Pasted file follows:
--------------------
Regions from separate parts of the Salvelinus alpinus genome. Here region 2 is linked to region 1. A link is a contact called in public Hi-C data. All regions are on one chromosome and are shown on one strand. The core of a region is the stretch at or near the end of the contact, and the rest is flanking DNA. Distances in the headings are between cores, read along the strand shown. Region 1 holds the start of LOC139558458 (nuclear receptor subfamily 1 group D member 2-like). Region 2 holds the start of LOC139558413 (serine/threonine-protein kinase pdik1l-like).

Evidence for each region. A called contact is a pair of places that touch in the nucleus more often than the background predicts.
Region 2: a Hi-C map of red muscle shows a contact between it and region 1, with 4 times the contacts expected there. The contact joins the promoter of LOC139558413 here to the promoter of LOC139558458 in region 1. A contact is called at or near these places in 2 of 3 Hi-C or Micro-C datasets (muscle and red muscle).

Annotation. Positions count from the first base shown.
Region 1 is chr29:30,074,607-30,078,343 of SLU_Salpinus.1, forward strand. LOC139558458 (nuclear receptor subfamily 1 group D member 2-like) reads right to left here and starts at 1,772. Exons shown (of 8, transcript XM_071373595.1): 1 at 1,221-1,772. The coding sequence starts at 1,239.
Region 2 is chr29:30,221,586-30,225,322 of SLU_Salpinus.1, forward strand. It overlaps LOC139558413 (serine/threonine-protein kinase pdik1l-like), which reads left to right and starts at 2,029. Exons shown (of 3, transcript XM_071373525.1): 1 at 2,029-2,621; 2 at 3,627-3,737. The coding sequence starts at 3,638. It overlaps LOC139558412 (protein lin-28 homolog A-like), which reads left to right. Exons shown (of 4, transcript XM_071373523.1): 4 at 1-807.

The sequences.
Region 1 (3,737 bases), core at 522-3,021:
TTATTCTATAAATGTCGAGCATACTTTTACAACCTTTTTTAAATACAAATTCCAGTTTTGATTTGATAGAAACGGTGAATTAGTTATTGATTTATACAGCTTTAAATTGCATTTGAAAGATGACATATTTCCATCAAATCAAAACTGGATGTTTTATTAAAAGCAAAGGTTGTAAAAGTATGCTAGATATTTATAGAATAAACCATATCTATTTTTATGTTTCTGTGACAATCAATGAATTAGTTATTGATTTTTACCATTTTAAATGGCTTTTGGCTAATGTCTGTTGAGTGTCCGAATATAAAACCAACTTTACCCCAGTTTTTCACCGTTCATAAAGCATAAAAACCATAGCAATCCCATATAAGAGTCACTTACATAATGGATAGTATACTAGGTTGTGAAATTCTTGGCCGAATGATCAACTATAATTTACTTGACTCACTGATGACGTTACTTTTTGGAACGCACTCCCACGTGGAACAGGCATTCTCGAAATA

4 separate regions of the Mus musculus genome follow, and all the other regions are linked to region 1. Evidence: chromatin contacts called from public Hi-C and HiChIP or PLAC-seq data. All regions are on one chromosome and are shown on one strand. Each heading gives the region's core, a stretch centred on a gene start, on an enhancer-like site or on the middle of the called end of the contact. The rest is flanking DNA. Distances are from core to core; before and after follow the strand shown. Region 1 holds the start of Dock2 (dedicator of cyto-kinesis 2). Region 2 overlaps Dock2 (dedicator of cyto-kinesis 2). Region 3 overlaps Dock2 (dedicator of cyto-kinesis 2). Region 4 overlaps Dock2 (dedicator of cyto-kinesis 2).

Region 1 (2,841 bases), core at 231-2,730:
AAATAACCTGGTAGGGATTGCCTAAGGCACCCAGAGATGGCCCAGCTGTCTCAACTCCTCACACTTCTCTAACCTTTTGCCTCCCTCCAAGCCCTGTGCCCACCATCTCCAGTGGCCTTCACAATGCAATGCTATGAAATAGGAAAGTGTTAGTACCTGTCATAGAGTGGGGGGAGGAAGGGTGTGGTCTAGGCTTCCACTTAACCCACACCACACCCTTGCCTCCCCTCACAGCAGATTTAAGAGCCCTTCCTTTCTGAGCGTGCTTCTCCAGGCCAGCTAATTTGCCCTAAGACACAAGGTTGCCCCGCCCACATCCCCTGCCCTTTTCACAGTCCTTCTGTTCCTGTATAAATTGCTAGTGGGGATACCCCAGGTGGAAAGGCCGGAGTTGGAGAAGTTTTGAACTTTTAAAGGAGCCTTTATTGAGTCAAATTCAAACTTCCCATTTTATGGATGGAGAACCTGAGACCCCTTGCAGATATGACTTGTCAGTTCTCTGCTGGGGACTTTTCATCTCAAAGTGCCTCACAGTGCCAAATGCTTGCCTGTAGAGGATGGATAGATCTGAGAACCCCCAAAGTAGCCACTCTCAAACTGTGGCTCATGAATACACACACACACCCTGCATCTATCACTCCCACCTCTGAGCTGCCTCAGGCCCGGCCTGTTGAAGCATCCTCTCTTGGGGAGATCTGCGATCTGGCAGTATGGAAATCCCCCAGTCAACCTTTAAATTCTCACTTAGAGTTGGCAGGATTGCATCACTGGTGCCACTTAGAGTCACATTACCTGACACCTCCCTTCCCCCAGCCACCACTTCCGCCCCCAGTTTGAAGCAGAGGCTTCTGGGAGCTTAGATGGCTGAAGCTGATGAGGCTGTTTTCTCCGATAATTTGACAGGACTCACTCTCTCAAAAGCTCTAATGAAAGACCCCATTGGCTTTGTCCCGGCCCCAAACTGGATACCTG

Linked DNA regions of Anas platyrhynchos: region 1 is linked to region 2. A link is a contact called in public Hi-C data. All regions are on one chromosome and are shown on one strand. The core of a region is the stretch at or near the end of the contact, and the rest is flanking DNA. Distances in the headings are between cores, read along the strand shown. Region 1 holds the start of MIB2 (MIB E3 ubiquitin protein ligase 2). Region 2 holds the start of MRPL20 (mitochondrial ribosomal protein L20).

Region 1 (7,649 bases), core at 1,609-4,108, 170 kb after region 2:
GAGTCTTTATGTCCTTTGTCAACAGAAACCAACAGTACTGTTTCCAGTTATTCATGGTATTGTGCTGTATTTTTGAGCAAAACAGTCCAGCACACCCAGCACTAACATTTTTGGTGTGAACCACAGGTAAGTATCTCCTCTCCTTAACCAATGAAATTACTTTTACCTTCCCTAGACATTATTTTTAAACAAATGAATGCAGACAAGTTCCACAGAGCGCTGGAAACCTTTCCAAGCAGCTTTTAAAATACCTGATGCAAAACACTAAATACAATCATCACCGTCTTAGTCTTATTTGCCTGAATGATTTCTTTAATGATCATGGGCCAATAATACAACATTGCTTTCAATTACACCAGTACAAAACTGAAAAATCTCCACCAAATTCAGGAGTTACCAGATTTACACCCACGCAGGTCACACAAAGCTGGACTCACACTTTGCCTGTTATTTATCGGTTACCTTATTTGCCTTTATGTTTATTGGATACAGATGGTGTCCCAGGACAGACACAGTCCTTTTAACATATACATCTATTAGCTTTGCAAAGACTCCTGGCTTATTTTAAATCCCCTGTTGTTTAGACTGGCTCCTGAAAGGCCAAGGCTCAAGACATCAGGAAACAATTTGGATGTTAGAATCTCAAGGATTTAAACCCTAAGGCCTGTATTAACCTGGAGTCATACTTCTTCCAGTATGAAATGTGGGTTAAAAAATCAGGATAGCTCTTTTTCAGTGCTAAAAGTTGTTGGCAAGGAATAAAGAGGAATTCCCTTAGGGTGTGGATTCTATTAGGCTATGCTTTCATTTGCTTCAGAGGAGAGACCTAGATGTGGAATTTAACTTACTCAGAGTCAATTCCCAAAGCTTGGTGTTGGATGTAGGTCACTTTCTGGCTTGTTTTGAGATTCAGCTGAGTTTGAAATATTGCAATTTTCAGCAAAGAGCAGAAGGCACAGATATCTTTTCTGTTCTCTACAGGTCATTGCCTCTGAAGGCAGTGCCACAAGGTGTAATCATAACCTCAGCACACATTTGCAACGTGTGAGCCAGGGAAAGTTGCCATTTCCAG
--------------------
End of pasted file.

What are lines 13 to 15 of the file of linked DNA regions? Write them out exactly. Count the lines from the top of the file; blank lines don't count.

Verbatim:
Linked DNA regions of Anas platyrhynchos: region 1 is linked to region 2. A link is a contact called in public Hi-C data. All regions are on one chromosome and are shown on one strand. The core of a region is the stretch at or near the end of the contact, and the rest is flanking DNA. Distances in the headings are between cores, read along the strand shown. Region 1 holds the start of MIB2 (MIB E3 ubiquitin protein ligase 2). Region 2 holds the start of MRPL20 (mitochondrial ribosomal protein L20).

Region 1 (7,649 bases), core at 1,609-4,108, 170 kb after region 2:
GAGTCTTTATGTCCTTTGTCAACAGAAACCAACAGTACTGTTTCCAGTTATTCATGGTATTGTGCTGTATTTTTGAGCAAAACAGTCCAGCACACCCAGCACTAACATTTTTGGTGTGAACCACAGGTAAGTATCTCCTCTCCTTAACCAATGAAATTACTTTTACCTTCCCTAGACATTATTTTTAAACAAATGAATGCAGACAAGTTCCACAGAGCGCTGGAAACCTTTCCAAGCAGCTTTTAAAATACCTGATGCAAAACACTAAATACAATCATCACCGTCTTAGTCTTATTTGCCTGAATGATTTCTTTAATGATCATGGGCCAATAATACAACATTGCTTTCAATTACACCAGTACAAAACTGAAAAATCTCCACCAAATTCAGGAGTTACCAGATTTACACCCACGCAGGTCACACAAAGCTGGACTCACACTTTGCCTGTTATTTATCGGTTACCTTATTTGCCTTTATGTTTATTGGATACAGATGGTGTCCCAGGACAGACACAGTCCTTTTAACATATACATCTATTAGCTTTGCAAAGACTCCTGGCTTATTTTAAATCCCCTGTTGTTTAGACTGGCTCCTGAAAGGCCAAGGCTCAAGACATCAGGAAACAATTTGGATGTTAGAATCTCAAGGATTTAAACCCTAAGGCCTGTATTAACCTGGAGTCATACTTCTTCCAGTATGAAATGTGGGTTAAAAAATCAGGATAGCTCTTTTTCAGTGCTAAAAGTTGTTGGCAAGGAATAAAGAGGAATTCCCTTAGGGTGTGGATTCTATTAGGCTATGCTTTCATTTGCTTCAGAGGAGAGACCTAGATGTGGAATTTAACTTACTCAGAGTCAATTCCCAAAGCTTGGTGTTGGATGTAGGTCACTTTCTGGCTTGTTTTGAGATTCAGCTGAGTTTGAAATATTGCAATTTTCAGCAAAGAGCAGAAGGCACAGATATCTTTTCTGTTCTCTACAGGTCATTGCCTCTGAAGGCAGTGCCACAAGGTGTAATCATAACCTCAGCACACATTTGCAACGTGTGAGCCAGGGAAAGTTGCCATTTCCAG